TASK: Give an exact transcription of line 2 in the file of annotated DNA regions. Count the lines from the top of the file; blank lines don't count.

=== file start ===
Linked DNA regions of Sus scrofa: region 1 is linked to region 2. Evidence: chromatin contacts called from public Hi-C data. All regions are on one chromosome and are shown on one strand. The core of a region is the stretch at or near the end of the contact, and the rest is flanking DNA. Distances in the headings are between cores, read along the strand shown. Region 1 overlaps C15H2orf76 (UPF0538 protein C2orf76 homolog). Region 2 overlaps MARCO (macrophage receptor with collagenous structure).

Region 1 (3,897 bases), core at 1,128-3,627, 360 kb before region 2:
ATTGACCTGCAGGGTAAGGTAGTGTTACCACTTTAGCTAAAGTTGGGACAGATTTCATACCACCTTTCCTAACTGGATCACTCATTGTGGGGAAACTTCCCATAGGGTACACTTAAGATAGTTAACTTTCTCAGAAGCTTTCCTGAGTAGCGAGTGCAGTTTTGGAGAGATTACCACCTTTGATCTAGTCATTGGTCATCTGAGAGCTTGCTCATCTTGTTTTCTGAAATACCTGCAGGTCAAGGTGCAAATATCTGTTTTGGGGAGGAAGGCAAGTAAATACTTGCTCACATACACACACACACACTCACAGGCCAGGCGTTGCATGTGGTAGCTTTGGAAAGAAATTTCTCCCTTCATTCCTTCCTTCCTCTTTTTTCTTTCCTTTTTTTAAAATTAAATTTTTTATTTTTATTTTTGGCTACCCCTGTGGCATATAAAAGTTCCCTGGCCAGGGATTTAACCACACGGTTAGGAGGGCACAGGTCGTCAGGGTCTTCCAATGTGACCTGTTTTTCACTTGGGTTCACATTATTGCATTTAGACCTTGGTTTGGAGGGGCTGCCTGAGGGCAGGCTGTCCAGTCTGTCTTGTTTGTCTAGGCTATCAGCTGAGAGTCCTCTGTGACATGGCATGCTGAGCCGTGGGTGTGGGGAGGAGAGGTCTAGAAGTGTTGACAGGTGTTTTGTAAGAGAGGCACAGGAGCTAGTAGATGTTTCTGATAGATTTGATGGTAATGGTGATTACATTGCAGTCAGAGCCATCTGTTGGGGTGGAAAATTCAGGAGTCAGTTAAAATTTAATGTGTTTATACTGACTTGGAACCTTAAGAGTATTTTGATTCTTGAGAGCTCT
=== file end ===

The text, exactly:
Region 1 (3,897 bases), core at 1,128-3,627, 360 kb before region 2: